Even so, moral fanaticism has important attractions: someone who holds fast to stringent principles can be understood as a person of great integrity. Bonhoeffer’s evolving attitude towards pacifism provides a case study in both the appeal and the dangers of this sort of stance, and perhaps he sees his earlier self in the moral fanatic. There is certainly something morally admirable in forswearing violence, and pacifism brings along with it an attractive interpersonal ideal. Non-violent protest may also be the most effective counter to an evil regime. But it would be unduly optimistic to count on the effectiveness of non-violence, and a principled pacifist must forgo violence no matter what the expected result. In Bonhoeffer’s own situation it had become clear that, without violent resistance, the hijacking of legal and social institutions to perpetrate widespread oppression, suffering, and death would almost certainly continue. In such extremity, one must ask whether there is any difference between principled refusal to use violence and capitulation to evil.
Tamar Schapiro (2003) characterizes the sort of dilemma posed by Bonhoeffer’s pacifism as turning on our proper relationship to moral principles. On the one hand, we admire principled people and want to understand ourselves as acting in principled ways. And we recognize that if we abandon or modify our principles whenever following them becomes difficult or costly, we cannot claim to act with integrity at all. On the other hand, we do not want to be naïve idealists who can be exploited by those with bad intentions or—as Korsgaard more evocatively puts it—made into a tool for evil. Hobbes says that if we insist on adhering to moral requirements for which those around us have no respect, we make ourselves prey for them. We also leave them free to prey on vulnerable others, who might be thought to have a claim on our protection.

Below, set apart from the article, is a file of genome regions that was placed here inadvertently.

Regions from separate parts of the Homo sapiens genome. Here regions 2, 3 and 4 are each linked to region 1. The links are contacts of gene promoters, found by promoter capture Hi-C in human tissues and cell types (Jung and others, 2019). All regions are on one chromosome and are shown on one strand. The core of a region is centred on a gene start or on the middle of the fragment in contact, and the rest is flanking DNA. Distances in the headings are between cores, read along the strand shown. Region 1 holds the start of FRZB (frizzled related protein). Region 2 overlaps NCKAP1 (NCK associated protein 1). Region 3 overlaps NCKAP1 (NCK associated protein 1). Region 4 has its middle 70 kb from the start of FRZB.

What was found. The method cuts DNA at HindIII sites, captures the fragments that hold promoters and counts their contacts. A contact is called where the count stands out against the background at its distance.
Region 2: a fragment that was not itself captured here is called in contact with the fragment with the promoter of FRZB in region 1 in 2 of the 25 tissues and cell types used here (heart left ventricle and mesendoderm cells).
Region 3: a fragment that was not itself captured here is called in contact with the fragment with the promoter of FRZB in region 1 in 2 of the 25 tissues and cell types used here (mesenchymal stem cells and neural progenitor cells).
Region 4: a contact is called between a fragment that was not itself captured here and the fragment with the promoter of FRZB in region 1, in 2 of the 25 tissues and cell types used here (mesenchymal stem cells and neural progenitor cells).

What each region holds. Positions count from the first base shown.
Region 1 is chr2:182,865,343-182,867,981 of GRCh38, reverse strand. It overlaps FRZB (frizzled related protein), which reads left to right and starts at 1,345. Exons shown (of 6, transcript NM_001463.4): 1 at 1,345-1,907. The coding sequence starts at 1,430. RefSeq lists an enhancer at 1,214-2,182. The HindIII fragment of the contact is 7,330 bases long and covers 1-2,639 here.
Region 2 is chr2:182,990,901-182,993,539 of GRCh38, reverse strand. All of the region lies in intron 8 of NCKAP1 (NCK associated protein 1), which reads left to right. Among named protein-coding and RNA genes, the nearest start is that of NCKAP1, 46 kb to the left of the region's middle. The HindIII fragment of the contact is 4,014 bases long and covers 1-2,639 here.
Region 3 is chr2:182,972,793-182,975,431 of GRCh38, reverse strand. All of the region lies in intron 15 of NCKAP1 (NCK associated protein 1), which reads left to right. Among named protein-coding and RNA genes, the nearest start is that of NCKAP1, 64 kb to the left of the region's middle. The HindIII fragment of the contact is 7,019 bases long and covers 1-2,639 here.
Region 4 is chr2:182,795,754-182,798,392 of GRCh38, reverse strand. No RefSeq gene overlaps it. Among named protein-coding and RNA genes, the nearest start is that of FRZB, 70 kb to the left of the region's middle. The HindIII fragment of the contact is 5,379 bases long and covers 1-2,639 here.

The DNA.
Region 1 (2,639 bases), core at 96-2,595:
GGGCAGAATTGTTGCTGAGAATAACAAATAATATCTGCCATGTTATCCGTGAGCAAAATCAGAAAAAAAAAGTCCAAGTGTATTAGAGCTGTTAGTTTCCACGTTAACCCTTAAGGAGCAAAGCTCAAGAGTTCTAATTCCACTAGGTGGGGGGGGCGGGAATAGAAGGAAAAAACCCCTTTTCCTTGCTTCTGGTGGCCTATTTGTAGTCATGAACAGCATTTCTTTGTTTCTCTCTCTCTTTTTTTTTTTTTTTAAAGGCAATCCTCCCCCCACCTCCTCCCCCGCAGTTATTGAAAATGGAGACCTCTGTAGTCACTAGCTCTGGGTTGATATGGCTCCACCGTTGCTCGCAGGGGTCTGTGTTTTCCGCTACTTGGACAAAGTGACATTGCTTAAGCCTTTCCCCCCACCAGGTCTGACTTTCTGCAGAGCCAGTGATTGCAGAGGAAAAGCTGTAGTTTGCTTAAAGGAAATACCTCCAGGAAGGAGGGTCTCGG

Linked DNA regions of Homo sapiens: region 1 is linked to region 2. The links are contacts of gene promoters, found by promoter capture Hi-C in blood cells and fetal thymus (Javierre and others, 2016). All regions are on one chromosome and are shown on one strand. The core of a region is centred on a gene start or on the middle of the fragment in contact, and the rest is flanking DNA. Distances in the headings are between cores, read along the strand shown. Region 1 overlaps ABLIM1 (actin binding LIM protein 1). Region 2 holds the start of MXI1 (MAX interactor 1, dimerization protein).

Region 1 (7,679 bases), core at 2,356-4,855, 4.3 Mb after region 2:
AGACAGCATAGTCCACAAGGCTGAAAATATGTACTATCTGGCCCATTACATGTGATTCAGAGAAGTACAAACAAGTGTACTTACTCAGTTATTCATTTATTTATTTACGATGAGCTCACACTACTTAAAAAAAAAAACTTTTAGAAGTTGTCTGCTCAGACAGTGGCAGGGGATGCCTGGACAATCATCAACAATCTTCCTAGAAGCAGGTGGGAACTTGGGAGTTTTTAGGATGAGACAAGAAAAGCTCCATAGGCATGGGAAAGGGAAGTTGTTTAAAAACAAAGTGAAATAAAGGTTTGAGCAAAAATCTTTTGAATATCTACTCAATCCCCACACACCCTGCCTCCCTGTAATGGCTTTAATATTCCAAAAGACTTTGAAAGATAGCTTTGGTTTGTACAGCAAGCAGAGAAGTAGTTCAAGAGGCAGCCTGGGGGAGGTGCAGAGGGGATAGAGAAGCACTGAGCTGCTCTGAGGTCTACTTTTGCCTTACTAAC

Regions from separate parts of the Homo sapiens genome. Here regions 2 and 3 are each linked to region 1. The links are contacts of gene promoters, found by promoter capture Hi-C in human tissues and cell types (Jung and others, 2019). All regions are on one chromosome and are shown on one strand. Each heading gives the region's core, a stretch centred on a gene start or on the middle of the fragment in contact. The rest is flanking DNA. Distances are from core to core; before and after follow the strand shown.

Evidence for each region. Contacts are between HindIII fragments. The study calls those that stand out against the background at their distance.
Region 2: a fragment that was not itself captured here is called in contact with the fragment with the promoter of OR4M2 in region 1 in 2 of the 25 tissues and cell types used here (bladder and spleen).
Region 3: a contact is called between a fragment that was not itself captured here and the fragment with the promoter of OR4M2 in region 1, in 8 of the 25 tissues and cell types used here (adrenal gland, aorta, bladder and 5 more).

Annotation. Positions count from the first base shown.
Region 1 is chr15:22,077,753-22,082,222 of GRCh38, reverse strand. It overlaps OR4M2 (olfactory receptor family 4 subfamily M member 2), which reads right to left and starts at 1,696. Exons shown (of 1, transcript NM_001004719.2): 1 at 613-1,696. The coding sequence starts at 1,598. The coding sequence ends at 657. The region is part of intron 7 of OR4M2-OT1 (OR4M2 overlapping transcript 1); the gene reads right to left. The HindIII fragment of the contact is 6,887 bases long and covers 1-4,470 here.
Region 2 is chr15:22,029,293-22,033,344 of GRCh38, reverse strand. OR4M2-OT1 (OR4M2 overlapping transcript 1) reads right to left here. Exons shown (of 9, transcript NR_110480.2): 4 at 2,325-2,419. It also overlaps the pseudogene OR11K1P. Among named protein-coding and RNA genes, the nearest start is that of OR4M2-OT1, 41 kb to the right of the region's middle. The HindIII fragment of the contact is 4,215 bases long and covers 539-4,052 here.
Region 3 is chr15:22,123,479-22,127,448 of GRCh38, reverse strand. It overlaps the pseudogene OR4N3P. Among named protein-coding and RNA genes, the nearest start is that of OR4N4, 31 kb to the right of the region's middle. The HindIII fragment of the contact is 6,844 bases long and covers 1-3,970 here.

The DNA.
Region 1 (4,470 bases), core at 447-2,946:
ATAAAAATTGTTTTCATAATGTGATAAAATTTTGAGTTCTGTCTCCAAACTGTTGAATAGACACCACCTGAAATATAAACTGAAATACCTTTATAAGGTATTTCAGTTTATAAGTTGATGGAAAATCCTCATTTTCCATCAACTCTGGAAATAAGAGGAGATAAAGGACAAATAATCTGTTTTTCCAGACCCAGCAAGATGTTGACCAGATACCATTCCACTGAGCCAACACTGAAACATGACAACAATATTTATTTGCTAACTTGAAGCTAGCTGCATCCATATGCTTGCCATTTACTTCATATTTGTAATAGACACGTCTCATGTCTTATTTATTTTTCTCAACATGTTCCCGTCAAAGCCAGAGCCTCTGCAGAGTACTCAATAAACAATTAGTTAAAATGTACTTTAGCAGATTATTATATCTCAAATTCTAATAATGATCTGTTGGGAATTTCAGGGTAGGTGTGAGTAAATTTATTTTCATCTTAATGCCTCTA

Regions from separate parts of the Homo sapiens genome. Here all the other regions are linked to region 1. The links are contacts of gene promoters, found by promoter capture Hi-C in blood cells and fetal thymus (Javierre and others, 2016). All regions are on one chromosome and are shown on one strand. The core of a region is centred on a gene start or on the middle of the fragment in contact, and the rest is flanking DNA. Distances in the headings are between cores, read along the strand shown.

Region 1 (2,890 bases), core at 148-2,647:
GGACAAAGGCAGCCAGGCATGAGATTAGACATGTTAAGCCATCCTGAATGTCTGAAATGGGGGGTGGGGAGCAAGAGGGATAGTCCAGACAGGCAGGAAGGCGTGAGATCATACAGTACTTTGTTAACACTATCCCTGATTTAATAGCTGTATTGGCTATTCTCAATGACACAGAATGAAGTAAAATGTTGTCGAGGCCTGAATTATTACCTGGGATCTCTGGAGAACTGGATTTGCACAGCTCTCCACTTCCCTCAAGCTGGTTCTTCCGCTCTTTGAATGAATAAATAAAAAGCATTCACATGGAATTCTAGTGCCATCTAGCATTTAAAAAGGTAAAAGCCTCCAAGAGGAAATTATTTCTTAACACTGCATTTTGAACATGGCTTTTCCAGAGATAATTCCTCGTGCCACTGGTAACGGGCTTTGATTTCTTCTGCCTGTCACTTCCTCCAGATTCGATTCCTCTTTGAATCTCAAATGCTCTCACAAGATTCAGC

Schapiro recognizes that the need to avoid naïve idealism puts the rule-bound position of the moral fanatic under consequentialist pressure. According to consequentialists, the right thing to do is whatever will lead to the best outcome. While the moral fanatic adheres unyieldingly to a set of moral rules, the consequentialist thinks that in principle any means can be justified, so long as the outcomes of our actions are better than the alternatives. In a surprising terminological choice, Bonhoeffer characterizes this position as an embrace of freedom. His point is that the consequentialist regards herself as free to use all possible tools to secure a good result. Against the reasonable person, she will abandon “the barren wisdom of a middle course for a fruitful radicalism”; against the moral fanatic, she sacrifices “a barren principle for a fruitful compromise” (3-4).